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How did a nice Italian boy like you end up getting into comedy?
When you grow up in Massachusetts, you aren’t really encouraged to go into show business. I always remember my neighbor lady saying, “You can’t be a comedian unless your father was a comedian — that’s how it is in Hollywood.” But my dad was a salesman, and once a month, he would put on a show and play records and have contests to motivate the salesmen. He enjoyed writing the jokes and telling stories, and I thought it might be fun to be a salesman and put on these little shows too. And I was quite lucky because I had an English teacher, Mrs. Hawkes, who stopped me in the hall one day and said, “I always see you telling these jokes. Why don’t you take my creative writing class? You can write your jokes and stories, and I will give you English credit for it.” It was actually the first time I enjoyed doing homework. When I read my jokes in front of the class, I was curious to see where the laughs were. I was always quite grateful to Mrs. Hawkes for seeing something more in a kid who was kind of rambunctious — and for encouraging me and guiding me to find something I really enjoyed doing.

The first time I told a joke, I was in fourth grade with my friend Ben. We had decided to be a comedy team. We only had one joke, and it took quite a bit of effort. I wrapped him in bandages from head to toe like a mummy and took him into class. He had a sign in front of him that said 3000 BC, and someone said, “What does that mean?” And I said, “Oh, that’s the license plate of the truck that hit him.” That was the only joke we had.

As a kid, I was always really aware of the reactions of adults to anything funny I said. I had a lot of Italian aunts, and they were always a good audience. I remember when I was only four years old, I said, “Why do women have humps like camels?” And my aunts all started shrieking with laughter, and I liked the reaction. I thought, I’ll have to remember to say that again. Another teacher of mine, Mrs. Allen, whom I am still in touch with today, was talking about Robin Hood in class, and she said Friar Tuck was boiled in oil. I said, “Was that because he’s a friar?” And she said, “Oh, Jay, stop it!” But I saw her laughing and knew that she thought it was funny. Then one day, I went to the movies by myself and saw Elvis singing — and all the girls and women screaming — and I thought, Forget about being a salesman. I’ve got to figure out how to do this show-business thing. This is the way to go!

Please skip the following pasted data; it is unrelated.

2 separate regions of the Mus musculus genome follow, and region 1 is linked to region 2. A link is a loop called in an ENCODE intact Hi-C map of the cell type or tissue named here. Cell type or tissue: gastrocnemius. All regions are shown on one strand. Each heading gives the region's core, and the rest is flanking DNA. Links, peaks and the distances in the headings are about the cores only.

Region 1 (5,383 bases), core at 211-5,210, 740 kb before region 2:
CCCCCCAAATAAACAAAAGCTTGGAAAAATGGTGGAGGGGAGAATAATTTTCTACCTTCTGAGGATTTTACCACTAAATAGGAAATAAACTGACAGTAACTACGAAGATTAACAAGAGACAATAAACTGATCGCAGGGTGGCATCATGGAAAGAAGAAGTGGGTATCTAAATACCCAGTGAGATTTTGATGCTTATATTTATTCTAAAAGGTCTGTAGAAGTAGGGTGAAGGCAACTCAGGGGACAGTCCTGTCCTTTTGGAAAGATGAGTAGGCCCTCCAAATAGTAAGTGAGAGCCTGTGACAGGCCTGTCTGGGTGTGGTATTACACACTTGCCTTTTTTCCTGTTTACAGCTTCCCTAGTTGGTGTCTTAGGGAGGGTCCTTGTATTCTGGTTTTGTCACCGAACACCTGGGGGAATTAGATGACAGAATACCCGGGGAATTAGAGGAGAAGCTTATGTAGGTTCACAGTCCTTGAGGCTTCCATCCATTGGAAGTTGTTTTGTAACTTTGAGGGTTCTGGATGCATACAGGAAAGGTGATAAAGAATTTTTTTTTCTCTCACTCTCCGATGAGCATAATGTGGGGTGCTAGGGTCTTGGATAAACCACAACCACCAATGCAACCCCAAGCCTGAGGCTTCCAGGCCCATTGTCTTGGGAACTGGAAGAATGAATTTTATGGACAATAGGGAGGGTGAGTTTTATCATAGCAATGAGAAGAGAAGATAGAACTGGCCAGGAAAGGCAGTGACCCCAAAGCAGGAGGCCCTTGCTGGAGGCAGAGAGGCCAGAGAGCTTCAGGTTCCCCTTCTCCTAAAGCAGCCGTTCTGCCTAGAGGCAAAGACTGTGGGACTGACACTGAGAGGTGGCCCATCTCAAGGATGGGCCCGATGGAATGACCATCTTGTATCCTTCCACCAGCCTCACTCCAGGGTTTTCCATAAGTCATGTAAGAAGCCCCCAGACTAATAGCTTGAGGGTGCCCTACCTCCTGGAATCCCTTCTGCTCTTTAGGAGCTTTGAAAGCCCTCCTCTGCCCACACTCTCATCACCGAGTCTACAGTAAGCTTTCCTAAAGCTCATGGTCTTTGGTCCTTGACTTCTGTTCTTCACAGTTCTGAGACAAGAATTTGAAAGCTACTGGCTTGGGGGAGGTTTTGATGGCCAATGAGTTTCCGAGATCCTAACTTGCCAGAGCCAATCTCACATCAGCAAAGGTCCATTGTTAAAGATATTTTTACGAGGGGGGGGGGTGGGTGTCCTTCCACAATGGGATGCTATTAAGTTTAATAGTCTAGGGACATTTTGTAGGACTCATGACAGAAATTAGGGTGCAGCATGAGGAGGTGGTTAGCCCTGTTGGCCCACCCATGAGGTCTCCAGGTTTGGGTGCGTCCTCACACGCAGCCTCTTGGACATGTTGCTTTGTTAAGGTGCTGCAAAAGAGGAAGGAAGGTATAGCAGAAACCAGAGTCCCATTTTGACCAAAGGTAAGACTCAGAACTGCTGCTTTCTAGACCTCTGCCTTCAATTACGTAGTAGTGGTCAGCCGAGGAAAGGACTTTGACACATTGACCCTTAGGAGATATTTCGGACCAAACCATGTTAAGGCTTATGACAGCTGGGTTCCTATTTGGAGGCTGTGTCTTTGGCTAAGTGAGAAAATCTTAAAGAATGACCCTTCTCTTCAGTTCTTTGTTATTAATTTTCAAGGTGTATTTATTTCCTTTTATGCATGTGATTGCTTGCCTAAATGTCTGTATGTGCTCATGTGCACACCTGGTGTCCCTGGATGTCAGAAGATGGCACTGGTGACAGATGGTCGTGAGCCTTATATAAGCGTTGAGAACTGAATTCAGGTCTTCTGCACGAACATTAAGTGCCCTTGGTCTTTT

Who are your favorite guests?
I like the guests who are real. Actors are fun as guests, but ultimately, they are playing characters. Real people who have done something extraordinary are the most fun to interview. American heroes are always great guests. One of my favorite guests of all time — and I’ve told this story before — was John Glenn. When I was in fifth grade, I had to write a paper about John Glenn because he had first circled the earth in 1962. I wrote that paper, and I think I only got a C on it. So when John Glenn went back into space in the ’90s at the phenomenal age of 77, I thought it would be a great opportunity to improve my grade. This is one of the advantages of having come from a small town. I called my fifth-grade teacher and asked if I interviewed John Glenn, could I get some extra credit 40 years later and improve my grade? I told John Glenn, and he liked the idea — and after the interview, my teacher raised my grade to an A, which thrilled my mom.